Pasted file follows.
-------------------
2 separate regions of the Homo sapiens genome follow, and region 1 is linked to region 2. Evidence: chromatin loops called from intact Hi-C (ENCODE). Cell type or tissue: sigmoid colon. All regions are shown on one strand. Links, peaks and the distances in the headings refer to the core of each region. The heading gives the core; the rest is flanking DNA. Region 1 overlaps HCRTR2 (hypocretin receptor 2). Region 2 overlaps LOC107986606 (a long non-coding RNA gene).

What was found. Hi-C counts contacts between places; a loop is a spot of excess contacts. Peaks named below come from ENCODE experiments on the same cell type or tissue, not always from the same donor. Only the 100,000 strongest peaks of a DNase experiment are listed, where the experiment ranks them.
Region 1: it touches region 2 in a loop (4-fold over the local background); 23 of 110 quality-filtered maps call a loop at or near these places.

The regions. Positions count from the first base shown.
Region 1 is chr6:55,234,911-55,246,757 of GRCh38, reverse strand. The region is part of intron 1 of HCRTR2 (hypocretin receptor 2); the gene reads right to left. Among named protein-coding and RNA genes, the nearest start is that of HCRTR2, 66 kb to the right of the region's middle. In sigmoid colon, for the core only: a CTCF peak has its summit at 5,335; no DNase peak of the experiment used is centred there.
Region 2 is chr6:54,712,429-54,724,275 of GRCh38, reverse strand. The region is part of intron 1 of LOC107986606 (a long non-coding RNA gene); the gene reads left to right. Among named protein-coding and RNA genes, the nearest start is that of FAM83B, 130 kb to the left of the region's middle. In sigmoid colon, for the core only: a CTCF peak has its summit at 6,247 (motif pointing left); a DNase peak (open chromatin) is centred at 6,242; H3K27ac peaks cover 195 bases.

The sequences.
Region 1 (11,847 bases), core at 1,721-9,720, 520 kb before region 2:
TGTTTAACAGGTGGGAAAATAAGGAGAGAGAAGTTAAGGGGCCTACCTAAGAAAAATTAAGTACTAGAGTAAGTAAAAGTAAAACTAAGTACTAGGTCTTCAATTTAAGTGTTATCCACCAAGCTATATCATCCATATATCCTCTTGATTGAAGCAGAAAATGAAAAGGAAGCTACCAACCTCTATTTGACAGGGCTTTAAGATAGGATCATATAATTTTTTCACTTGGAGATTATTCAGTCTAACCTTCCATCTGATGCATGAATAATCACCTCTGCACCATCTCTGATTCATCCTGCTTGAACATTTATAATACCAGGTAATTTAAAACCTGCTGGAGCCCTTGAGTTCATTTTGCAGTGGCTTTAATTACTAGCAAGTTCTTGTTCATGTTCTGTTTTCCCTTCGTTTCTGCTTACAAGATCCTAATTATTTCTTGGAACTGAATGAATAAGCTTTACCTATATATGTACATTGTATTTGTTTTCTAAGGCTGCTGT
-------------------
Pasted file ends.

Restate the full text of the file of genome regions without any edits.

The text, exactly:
2 separate regions of the Homo sapiens genome follow, and region 1 is linked to region 2. Evidence: chromatin loops called from intact Hi-C (ENCODE). Cell type or tissue: sigmoid colon. All regions are shown on one strand. Links, peaks and the distances in the headings refer to the core of each region. The heading gives the core; the rest is flanking DNA. Region 1 overlaps HCRTR2 (hypocretin receptor 2). Region 2 overlaps LOC107986606 (a long non-coding RNA gene).

What was found. Hi-C counts contacts between places; a loop is a spot of excess contacts. Peaks named below come from ENCODE experiments on the same cell type or tissue, not always from the same donor. Only the 100,000 strongest peaks of a DNase experiment are listed, where the experiment ranks them.
Region 1: it touches region 2 in a loop (4-fold over the local background); 23 of 110 quality-filtered maps call a loop at or near these places.

The regions. Positions count from the first base shown.
Region 1 is chr6:55,234,911-55,246,757 of GRCh38, reverse strand. The region is part of intron 1 of HCRTR2 (hypocretin receptor 2); the gene reads right to left. Among named protein-coding and RNA genes, the nearest start is that of HCRTR2, 66 kb to the right of the region's middle. In sigmoid colon, for the core only: a CTCF peak has its summit at 5,335; no DNase peak of the experiment used is centred there.
Region 2 is chr6:54,712,429-54,724,275 of GRCh38, reverse strand. The region is part of intron 1 of LOC107986606 (a long non-coding RNA gene); the gene reads left to right. Among named protein-coding and RNA genes, the nearest start is that of FAM83B, 130 kb to the left of the region's middle. In sigmoid colon, for the core only: a CTCF peak has its summit at 6,247 (motif pointing left); a DNase peak (open chromatin) is centred at 6,242; H3K27ac peaks cover 195 bases.

The sequences.
Region 1 (11,847 bases), core at 1,721-9,720, 520 kb before region 2:
TGTTTAACAGGTGGGAAAATAAGGAGAGAGAAGTTAAGGGGCCTACCTAAGAAAAATTAAGTACTAGAGTAAGTAAAAGTAAAACTAAGTACTAGGTCTTCAATTTAAGTGTTATCCACCAAGCTATATCATCCATATATCCTCTTGATTGAAGCAGAAAATGAAAAGGAAGCTACCAACCTCTATTTGACAGGGCTTTAAGATAGGATCATATAATTTTTTCACTTGGAGATTATTCAGTCTAACCTTCCATCTGATGCATGAATAATCACCTCTGCACCATCTCTGATTCATCCTGCTTGAACATTTATAATACCAGGTAATTTAAAACCTGCTGGAGCCCTTGAGTTCATTTTGCAGTGGCTTTAATTACTAGCAAGTTCTTGTTCATGTTCTGTTTTCCCTTCGTTTCTGCTTACAAGATCCTAATTATTTCTTGGAACTGAATGAATAAGCTTTACCTATATATGTACATTGTATTTGTTTTCTAAGGCTGCTGT